Festival de Wallonie celebrates Namur Music Festival 2010

7 July 2010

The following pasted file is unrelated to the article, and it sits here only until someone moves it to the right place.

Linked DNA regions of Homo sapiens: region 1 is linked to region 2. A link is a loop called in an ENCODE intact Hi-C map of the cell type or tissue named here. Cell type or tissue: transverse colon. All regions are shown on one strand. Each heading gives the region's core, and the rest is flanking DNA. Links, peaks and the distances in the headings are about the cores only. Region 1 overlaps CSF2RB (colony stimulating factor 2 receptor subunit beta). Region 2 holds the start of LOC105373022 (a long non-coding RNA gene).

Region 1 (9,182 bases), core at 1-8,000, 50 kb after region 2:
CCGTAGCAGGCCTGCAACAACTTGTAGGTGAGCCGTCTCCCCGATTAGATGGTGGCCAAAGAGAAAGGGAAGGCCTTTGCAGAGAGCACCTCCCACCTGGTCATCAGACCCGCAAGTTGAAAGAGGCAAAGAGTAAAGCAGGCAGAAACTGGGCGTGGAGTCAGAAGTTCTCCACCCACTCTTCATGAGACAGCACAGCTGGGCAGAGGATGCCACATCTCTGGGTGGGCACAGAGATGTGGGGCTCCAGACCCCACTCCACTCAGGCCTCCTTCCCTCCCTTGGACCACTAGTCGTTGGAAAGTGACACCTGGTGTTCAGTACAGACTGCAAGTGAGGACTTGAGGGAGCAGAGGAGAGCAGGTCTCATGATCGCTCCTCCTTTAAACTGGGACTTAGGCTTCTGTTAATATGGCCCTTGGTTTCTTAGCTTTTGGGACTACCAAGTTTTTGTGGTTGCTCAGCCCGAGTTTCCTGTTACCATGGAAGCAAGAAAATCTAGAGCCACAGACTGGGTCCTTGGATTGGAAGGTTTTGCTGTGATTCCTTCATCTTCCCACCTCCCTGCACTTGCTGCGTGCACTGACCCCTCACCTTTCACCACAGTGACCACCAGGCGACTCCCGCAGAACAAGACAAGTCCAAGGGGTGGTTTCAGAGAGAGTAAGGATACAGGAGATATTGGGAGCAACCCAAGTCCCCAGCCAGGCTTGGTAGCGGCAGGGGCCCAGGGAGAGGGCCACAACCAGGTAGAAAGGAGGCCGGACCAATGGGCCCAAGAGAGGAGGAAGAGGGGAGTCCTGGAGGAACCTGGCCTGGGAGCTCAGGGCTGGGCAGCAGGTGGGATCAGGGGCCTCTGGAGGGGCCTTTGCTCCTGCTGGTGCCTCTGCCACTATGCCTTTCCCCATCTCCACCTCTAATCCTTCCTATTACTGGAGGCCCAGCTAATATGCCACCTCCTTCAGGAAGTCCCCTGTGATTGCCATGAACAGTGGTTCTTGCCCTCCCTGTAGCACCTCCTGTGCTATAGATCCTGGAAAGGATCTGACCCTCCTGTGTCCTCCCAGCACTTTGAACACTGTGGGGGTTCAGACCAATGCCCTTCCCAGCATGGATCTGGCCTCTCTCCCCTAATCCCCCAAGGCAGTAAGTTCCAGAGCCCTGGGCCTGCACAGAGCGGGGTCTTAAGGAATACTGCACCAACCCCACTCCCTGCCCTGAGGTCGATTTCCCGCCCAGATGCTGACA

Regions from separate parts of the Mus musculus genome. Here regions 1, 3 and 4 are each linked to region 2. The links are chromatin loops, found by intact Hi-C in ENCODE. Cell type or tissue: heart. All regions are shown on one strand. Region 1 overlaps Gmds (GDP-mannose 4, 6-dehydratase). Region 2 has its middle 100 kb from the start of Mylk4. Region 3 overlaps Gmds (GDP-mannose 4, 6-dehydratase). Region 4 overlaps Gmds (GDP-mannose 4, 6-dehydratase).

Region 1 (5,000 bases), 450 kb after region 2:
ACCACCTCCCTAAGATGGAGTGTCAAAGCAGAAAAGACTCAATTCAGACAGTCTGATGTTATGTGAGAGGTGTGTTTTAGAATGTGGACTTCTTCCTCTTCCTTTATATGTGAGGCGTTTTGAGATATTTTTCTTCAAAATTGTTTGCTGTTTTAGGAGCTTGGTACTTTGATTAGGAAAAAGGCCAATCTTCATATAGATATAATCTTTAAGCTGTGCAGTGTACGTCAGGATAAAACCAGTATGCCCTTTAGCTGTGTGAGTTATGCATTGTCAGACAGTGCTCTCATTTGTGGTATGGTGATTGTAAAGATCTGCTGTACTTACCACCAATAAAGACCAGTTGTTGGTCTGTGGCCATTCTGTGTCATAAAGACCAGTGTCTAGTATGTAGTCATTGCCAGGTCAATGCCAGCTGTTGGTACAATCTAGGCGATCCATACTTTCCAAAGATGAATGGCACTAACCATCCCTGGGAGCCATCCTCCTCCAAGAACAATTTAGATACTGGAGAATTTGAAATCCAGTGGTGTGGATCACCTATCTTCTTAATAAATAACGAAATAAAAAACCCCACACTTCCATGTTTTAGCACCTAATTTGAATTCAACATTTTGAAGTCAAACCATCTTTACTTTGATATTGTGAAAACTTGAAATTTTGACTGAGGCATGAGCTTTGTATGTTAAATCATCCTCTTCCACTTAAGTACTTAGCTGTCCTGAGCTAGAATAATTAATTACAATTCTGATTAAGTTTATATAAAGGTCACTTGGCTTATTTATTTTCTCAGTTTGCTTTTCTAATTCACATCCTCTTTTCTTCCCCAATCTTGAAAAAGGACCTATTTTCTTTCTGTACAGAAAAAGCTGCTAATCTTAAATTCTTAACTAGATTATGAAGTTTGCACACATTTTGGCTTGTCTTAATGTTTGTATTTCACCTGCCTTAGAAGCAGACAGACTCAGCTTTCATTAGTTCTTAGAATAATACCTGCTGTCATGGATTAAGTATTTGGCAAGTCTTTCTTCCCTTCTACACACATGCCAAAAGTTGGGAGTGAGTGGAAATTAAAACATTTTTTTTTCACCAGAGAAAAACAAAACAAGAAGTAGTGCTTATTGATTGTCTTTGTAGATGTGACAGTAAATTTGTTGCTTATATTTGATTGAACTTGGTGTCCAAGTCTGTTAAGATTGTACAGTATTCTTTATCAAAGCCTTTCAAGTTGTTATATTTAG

From 19 June to 17 July 2010, the Namur Music Festival is running. It is one of the festivals organised by the Belgian Festival de Wallonie. Every year from June to October, the Festival de Wallonie is staging some 70 concerts in the four corners of the Walloon Region and in Brussels. A common theme, the desire to tell people about their region’s architectural and musical heritage, a strong inclination towards parties and conviviality, these are the characteristics of the six festivals that make up the Festival de Wallonie. But every one of them is given the same opportunity to reveal to you its own facets. Namur Music Festival 2010 Celebrating one's heritage has nothing to do with any dubious nationalist campaign; it is, rather, about the need to see one's history, talents, essence, and deepest cultural roots in perspective. A link with the past that nurtures the future and gives it the distinctive foundation of a fine balance between local knowledge and a spirit of openness to the world. Our programme for 2010 aims to reflect a diverse reality. The past, naturally, has its place here, as so many of our musicians have flourished all over Europe down the centuries. The distant echoes of those astonishing careers deserve to be revived: of Roland de Lassus, for example, still cited by numerous composers of instrumental music over a century after his death. We can follow Henry Du Mont, who established musical standards at Versailles that would serve as precedents for French composers over several generations. Or experience the encounter between the Franco-Flemish school and Spanish music with Matheo Romero, a Liège-born composer who became treasurer of the Order of the Golden Fleece in Madrid. Or revel in the success of André-Modeste Grétry, star of Parisian opera in the late 18th century... The work of these imposing figures is, of course, entrusted to fine local musicians of our own time, whether established figures (such as the Choeur de Chambre de Namur, the Ricercar Consort, Les Agrémens, and Guy Van Waas) or the stars of tomorrow (including Caroline Weynants, Benoît Laurent, Lorenzo Gatto, and Fabien Moulaert). And that is not all: we will also have a slightly over-the-top vision of Bizet's celebrated Carmen, a mysterious evening involving a secret itinerary at once musical and literary, an explosive mix of classical music, jazz, and break-dance, some echoes from the Alps and the Pyrenees, a special evening for children and families, and, finally, a delightful closing ball. The mood will be festive! (Source: